The Scorpion, my favorite slingshot

Discussion in 'Show off your homemades!' started by Bill Hays, Dec 9, 2011.

  1. Bill Hays

    Bill Hays New Member

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    I've had a few requests to show this slingshot... so I finally got around to taking a few pictures of it... It is made from solid carved carbon reinforced black G10, inlaid with burl walnut... features include a modified Shrike type of ergonomically canted grip combined with a more subtle Roger Henrie recurve. It also has both a palm swell and a perfectly sized pinky hole for a grip that is as solid as any slingshot I've ever held.<br>Decorative embellishments include an inlaid scrimshawed piece of mammoth ivory depicting a scorpion.. a brass skull face from an ivory skull I carved and had Hogan's casting cast for me... pins are custom 5 spots, one for each of my kids... and the spacers are thin laminates of mammoth ivory as well.<br><br>All in all this slingshot was made to fit my hand and tastes <i>exactly</i> and it does exactly what I want. There's many borrowed design elements combined within it as well as the base Shrike shaped frame which is my own.<br>I've found that for <strong>me</strong>, shooting through the forks with a side hold is the most accurate and pleasant method of shooting... and this slingshot is the best I've seen at that particular function, while still being small enough to easily slip into a pocket.<br><br><img src="http://www.pocketpredator.com/pics/scorpion.jpg" border="0" alt=""><br><br>And this is the scorpion that went to Hogan's castings to serve as the master for being cast... note a bit more palm swell was added right after this picture was made and will be present on the castings.<br><br><img src="http://www.pocketpredator.com/pics/G10scorpion.jpg" border="0" alt="">
     
  2. Kyl

    Kyl New Member

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    That's one swoopty slingshot Bill. I like it.
     

  3. Kyl

    Kyl New Member

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    I have a question, Bill. Are the forks of these slingshots joined at the bend or are they one piece and just cut from thick stock.<br><br>I've been experimenting with deflexed forks and I think it's the way. I made my wife a slingshot and it slapped her hand continuously. After watching her shoot and adjusting her grip and hand alignment, I realized that the angle of the forks to her arm had a lot of bearing on the hand slap. So I made a frame with significant deflex and the hand slap went away and allowed a good hand/arm alignment.<br><br>I have yet to make a purpose built TTF frame but I think that it will be my next project.<br>I have also noticed, on your Shrike, there is a little notch on the outside edge of the forks. Is this a sight? That was my first thought when I saw it. I like the idea of integral sights.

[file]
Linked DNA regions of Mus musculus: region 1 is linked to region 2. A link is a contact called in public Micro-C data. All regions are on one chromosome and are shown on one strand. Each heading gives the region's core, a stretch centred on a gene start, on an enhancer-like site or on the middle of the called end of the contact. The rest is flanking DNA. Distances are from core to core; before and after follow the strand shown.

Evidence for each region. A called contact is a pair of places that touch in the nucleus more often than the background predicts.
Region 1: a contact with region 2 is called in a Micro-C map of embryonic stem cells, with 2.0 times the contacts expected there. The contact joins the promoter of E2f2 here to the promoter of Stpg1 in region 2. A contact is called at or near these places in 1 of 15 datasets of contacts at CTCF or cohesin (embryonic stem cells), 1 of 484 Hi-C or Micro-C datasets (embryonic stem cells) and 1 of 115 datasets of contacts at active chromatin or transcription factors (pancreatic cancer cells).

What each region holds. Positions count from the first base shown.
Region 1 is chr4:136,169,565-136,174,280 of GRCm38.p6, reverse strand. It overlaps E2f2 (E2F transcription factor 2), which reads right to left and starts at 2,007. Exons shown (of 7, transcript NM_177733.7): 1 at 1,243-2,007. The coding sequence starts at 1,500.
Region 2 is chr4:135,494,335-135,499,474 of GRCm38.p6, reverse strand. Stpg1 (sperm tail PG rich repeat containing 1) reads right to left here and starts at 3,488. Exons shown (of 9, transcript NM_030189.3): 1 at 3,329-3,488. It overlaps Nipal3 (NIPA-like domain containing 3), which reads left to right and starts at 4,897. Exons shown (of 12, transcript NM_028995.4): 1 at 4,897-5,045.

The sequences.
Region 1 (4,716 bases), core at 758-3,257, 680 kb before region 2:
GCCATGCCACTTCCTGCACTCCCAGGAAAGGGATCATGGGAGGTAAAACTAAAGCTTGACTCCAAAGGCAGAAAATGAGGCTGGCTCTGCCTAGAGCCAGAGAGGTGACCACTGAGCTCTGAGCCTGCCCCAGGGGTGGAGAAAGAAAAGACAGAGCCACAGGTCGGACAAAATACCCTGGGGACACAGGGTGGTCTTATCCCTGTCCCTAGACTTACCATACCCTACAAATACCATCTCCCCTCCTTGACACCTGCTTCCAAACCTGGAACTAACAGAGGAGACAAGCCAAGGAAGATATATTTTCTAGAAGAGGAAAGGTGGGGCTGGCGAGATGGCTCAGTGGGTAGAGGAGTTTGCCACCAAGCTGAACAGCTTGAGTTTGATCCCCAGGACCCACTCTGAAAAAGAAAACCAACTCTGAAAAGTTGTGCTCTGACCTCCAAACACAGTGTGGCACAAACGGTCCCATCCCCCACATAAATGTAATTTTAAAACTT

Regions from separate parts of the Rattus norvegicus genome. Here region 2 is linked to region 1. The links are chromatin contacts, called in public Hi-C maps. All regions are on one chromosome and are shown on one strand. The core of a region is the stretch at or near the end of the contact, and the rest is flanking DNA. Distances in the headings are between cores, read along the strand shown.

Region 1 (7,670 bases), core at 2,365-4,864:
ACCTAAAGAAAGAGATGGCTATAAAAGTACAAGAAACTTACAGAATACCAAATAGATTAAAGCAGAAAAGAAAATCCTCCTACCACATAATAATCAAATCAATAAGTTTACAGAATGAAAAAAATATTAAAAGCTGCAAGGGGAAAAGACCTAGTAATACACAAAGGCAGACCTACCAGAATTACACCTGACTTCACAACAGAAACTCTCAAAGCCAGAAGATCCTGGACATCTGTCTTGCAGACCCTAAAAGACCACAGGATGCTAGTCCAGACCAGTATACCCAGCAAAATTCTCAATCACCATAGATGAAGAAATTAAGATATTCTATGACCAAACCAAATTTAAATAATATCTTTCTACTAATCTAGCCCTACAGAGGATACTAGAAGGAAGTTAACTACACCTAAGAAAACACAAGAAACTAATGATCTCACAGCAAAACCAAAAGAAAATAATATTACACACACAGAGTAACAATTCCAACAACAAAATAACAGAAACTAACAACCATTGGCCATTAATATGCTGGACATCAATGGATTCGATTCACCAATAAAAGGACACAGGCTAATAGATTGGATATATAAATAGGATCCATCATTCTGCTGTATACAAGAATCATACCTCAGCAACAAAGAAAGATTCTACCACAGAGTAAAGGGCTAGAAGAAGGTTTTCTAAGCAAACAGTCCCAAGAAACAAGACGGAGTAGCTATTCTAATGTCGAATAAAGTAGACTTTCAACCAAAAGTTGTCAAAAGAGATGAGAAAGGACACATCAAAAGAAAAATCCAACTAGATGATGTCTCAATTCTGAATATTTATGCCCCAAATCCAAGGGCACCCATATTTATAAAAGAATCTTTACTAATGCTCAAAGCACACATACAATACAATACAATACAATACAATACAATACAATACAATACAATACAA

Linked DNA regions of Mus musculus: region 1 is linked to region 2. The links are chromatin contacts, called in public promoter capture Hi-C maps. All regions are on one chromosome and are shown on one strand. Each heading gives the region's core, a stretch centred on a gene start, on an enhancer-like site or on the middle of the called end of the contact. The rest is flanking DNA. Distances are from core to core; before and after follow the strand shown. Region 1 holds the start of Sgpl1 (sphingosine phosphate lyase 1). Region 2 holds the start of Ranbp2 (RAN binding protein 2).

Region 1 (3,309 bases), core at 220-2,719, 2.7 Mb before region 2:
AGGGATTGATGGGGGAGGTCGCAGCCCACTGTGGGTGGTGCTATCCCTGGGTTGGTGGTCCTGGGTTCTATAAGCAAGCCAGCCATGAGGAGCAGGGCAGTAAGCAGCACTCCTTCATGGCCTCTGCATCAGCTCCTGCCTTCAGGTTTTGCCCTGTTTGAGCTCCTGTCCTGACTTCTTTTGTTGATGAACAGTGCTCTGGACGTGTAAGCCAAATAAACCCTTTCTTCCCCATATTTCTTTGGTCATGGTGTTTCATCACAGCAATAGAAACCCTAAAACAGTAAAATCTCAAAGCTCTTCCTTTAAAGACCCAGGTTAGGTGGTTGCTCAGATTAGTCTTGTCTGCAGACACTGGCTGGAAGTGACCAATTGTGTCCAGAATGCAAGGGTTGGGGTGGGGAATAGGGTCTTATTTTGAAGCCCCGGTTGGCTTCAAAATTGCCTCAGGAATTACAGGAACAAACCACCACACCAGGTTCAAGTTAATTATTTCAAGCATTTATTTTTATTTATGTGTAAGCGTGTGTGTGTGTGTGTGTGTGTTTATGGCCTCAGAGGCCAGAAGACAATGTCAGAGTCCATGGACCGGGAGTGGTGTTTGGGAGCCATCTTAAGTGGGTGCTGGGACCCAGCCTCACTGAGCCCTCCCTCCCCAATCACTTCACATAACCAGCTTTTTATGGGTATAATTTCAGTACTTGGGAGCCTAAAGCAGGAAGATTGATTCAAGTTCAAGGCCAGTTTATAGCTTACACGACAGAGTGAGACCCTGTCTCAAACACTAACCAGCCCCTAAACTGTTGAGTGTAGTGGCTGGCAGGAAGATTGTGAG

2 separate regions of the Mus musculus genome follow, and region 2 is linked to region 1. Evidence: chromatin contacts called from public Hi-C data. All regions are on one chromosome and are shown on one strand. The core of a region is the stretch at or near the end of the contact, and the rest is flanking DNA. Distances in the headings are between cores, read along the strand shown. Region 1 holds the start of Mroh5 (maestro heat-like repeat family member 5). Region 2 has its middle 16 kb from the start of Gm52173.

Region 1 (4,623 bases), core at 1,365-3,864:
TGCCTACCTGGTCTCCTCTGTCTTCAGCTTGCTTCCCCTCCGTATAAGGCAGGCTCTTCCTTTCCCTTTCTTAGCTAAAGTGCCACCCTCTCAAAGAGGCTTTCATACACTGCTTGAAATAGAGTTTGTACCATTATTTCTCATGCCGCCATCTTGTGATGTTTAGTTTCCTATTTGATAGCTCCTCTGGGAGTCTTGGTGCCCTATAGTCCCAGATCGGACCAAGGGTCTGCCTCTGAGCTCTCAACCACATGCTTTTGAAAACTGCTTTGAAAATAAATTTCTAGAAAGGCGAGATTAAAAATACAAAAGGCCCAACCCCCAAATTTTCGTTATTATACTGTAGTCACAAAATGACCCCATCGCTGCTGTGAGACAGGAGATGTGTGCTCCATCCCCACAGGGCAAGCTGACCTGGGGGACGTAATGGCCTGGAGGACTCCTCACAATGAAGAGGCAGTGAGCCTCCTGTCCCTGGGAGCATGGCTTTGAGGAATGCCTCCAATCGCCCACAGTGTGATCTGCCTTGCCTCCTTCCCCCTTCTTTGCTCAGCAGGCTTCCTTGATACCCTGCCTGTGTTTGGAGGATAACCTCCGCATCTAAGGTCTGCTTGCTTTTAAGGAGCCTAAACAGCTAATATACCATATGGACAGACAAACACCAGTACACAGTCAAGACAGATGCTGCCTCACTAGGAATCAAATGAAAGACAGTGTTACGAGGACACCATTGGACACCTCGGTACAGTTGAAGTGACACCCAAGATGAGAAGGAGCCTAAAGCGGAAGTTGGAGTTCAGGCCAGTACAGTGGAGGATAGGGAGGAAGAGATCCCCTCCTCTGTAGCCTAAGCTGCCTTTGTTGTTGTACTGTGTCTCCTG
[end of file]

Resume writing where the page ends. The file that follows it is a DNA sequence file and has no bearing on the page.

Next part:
4. Bill Hays

    Bill Hays New Member

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    Hello Kyl,<br><br>The Shrike does indeed have a notch for sighting... it's a very simple method for getting "on the paper". With more precision aiming it becomes a matter of feel acquired through a lot of practice. In other words, integral sights on a slingshot allow for gross movement and alignment where larger types of target can be hit... to light a match or cut a card it takes more than that, but to hit the face of a card from like 10 yards, you can do that with simple sights.<br><br>Deflexed forks are nice.. but if you're shooting over the top, I don't think they're really much of an advantage, if at all. The sight picture is pretty close to being the same whether you point your slingshot more or less... and so long as you pay attention to the angles and dimensions when making the forktips handslap can be significantly reduced. Not reduced to the point of TTF forks but reduced none the less.